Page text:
But as time went on I saw more and more how he managed to alienate Mother and me. What made it worse was that I couldnít grasp his method or see what attraction he had for Mother. In every possible way he was less winning than I. He had a common accent and made noises at his tea. I thought for a while that it might be the newspapers she was interested in, so I made up bits of news of my own to read to her. Then I thought it might be the smoking, which I personally thought attractive, and took his pipes and went round the house dribbling into them till he caught me. I even made noises at my tea, but Mother only told me I was disgusting. It all seemed to hinge round that unhealthy habit of sleeping together, so I made a point of dropping into their bedroom and nosing round, talking to myself, so that they wouldnít know I was watching them, but they were never up to anything that I could see. In the end it beat me. It seemed to depend on being grown-up and giving people rings, and I realized Iíd have to wait. But at the same time I wanted him to see that I was only waiting, not giving up the fight.
One evening when he was being
particularly obnoxious, chattering away well above my head, I let him
I was no end pleased about that because it showed that in spite of the way she gave in to Father she still considered my wishes. Besides, it would put the Geneys in their place. It didnít turn out like that, though. To begin with, she was very preoccupied Ė I supposed about where she would get the seventeen and six Ė and though Father took to staying out late in the evenings it did me no particular good. She stopped taking me for walks, became as touchy as blazes, and smacked me for nothing at all. Sometimes I wished Iíd never mentioned the confounded baby Ė I seemed to have a genius for bringing calamity on myself.
And calamity it was! Sonny arrived in the most appalling hulla-baloo Ė even that much he couldnít do without a fuss Ė and from the first moment I disliked him. He was a difficult child Ė so far as I was concerned he was always difficult Ė and demanded far too much attention. Mother was simply silly about him, and couldnít see when he was only showing off. As company he was worse than useless. He slept all day, and I had to go round the house on tiptoe to avoid waking him. It wasnít any longer a question of not waking Father. The slogan now was "Donít-wake-Sonny!" I couldnít understand why the child wouldnít sleep at the proper time, so whenever Motherís back was turned I woke him. Sometimes to keep him awake I pinched him as well. Mother caught me at it one day and gave me a most unmerciful flaking.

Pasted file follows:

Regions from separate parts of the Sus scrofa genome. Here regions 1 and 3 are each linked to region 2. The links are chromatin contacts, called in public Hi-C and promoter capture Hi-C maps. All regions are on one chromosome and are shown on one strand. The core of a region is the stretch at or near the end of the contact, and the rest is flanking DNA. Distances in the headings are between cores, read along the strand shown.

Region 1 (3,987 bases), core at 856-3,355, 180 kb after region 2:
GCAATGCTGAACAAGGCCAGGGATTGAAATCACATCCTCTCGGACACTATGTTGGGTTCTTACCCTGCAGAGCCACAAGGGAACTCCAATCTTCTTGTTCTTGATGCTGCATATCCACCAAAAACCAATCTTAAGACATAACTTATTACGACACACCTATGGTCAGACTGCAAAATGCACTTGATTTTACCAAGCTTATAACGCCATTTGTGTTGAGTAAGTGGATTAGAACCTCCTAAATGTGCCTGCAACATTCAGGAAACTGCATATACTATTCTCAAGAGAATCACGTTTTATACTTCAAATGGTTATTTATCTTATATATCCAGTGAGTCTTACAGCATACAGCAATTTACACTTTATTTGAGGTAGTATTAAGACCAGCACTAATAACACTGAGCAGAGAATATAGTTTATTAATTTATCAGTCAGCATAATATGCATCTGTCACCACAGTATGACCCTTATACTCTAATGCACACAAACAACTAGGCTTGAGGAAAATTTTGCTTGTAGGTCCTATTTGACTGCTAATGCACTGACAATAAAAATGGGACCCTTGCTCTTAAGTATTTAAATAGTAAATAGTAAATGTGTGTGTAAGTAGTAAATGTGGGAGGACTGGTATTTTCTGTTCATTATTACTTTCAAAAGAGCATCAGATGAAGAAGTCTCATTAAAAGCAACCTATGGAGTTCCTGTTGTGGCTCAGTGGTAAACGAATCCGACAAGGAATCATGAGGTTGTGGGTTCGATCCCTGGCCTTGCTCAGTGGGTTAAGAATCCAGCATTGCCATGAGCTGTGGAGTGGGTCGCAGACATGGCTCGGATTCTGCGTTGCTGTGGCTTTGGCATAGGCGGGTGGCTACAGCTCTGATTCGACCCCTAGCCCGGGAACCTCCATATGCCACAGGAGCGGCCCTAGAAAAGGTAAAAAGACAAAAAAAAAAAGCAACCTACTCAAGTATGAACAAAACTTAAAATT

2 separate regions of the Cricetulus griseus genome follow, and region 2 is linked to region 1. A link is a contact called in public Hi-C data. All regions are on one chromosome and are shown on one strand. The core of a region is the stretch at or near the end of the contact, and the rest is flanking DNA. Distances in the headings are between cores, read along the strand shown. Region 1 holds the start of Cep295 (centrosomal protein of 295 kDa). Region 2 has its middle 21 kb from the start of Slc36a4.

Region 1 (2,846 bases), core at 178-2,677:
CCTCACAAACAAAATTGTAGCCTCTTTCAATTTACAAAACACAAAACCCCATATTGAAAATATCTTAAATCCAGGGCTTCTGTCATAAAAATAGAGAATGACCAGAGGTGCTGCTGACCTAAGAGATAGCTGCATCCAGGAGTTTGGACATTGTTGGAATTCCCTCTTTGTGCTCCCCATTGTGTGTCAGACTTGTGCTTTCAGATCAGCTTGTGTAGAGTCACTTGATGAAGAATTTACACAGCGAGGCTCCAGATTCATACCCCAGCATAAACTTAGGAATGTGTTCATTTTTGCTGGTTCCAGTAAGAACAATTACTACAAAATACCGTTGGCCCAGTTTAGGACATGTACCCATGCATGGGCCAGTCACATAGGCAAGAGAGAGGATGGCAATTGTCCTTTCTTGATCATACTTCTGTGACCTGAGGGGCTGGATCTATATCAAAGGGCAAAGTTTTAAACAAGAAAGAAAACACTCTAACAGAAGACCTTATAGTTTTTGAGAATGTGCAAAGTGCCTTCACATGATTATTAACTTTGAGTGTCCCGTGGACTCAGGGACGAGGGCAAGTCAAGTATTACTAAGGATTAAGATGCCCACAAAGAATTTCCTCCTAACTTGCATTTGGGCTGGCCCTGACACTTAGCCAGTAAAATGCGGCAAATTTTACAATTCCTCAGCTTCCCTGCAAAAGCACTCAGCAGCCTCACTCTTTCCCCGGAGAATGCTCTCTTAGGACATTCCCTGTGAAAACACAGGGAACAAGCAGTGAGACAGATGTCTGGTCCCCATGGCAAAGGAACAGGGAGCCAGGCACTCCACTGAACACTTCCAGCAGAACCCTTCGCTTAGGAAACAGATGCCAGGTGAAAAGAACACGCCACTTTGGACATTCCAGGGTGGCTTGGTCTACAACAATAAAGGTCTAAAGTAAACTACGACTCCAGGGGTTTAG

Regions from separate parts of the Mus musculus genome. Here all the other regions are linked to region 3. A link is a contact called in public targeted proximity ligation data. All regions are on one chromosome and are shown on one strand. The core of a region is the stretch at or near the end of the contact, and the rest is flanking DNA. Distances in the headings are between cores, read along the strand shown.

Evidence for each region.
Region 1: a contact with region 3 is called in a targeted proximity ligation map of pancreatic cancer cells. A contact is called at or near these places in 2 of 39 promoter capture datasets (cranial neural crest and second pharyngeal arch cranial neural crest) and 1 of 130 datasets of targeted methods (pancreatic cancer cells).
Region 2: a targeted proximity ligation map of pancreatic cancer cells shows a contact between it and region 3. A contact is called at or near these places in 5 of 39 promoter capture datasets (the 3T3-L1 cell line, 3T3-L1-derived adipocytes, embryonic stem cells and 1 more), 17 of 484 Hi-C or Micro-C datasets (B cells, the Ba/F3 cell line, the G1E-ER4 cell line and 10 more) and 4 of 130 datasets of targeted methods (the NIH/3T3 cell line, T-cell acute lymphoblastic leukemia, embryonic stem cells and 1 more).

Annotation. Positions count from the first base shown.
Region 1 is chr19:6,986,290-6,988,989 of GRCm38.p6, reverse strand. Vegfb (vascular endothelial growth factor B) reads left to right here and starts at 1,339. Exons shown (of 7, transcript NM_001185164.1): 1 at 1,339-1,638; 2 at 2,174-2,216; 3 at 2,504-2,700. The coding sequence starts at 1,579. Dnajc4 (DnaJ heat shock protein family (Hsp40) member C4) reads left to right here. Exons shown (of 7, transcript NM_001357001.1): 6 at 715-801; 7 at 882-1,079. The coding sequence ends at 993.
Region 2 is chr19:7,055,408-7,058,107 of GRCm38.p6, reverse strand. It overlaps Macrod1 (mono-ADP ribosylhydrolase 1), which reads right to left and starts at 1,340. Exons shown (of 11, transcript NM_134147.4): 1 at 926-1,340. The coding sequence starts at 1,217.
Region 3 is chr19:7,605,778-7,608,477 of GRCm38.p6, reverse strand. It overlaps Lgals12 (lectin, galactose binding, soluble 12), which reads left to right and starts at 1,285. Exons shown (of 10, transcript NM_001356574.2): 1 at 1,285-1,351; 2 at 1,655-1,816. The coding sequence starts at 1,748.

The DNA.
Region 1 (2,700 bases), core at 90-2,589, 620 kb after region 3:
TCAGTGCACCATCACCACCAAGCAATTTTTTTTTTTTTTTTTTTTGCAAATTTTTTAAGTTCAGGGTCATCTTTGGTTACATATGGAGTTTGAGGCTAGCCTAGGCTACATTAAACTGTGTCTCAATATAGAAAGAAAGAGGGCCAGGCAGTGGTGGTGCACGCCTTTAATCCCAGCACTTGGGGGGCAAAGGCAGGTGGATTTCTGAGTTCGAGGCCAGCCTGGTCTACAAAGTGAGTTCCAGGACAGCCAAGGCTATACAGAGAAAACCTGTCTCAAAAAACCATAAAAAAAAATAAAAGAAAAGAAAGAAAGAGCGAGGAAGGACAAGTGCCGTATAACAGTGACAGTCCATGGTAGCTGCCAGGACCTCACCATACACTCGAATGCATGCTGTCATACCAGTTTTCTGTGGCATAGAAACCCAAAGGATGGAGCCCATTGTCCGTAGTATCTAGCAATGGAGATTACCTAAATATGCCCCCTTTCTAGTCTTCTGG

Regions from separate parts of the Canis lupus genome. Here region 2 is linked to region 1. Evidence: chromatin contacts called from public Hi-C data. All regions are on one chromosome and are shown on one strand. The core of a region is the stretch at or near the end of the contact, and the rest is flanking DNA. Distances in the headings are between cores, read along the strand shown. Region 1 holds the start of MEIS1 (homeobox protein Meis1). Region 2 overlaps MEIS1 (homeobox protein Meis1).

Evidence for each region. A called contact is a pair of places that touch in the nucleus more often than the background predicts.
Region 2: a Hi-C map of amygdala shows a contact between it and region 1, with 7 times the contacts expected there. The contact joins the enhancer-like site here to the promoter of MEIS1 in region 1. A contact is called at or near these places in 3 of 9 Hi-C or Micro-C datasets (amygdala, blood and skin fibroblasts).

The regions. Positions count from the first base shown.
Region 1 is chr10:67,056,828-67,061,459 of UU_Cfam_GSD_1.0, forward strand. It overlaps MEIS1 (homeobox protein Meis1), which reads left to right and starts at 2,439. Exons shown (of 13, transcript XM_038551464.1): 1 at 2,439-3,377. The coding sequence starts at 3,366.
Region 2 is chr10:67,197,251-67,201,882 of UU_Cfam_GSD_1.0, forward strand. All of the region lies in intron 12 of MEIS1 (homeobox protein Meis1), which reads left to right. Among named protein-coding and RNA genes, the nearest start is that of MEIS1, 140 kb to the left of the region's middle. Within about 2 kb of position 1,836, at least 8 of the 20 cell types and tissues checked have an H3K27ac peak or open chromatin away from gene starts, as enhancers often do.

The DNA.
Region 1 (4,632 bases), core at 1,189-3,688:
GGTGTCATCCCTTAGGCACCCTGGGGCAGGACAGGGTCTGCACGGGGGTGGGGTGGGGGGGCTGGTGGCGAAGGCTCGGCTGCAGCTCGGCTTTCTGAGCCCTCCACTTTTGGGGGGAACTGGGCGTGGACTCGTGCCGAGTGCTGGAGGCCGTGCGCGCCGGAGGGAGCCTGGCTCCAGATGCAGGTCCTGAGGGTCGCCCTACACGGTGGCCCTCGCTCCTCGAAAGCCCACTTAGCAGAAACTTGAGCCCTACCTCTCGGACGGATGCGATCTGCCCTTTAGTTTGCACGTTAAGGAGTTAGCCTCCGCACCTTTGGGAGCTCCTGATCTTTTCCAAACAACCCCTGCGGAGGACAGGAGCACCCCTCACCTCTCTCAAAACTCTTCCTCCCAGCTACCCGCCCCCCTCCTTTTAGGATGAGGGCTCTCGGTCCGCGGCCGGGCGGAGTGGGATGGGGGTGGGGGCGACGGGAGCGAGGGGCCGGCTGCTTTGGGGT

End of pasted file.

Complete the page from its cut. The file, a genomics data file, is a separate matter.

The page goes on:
One evening, when Father was coming in
from work, I was playing trains in the front garden. I let on not to
notice him; instead, I pretended to be talking to myself, and said in a
loud voice: "If another bloody baby comes into this house, Iím
Mind you, I intended it as a solemn warning, but its effect was quite different. Father started being quite nice to me. I could understand that, of course. Mother was quite sickening about Sonny. Even at mealtimes sheíd get up and gawk at him in the cradle with an idiotic smile, and tell Father to do the same. He was always polite about it, but he looked so puzzled you could see he didnít know what she was talking about. He complained of the way Sonny cried at night, but she only got cross and said that Sonny never cried except when there was something up with him Ė which was a flaming lie, because Sonny never had anything up with him, and only cried for attention. It was really painful to see how simpleminded she was.
Father wasnít attractive, but he had a fine intelligence. He saw through Sonny, and now he knew that I saw through him as well. One night I woke with a start. There was someone beside me in the bed. For one wild moment I felt sure it must be Mother, having come to her senses and left Father for good, but then I heard Sonny in convulsions in the next room, and Mother saying: "There! There! There!" and I knew it wasnít she. It was Father. He was lying beside me, wide-awake, breathing hard and apparently as mad as hell. After a while it came to me what he was mad about. It was his turn now. After turning me out of the big bed, he had been turned out himself. Mother had no consideration now for anyone but that poisonous pup, Sonny.
I couldnít help feeling sorry for
Father. I had been through it all myself, and even at that age I was
magnanimous. I began to stroke him down and say: "There!
At Christmas he went out of his way to buy me a really nice model railway.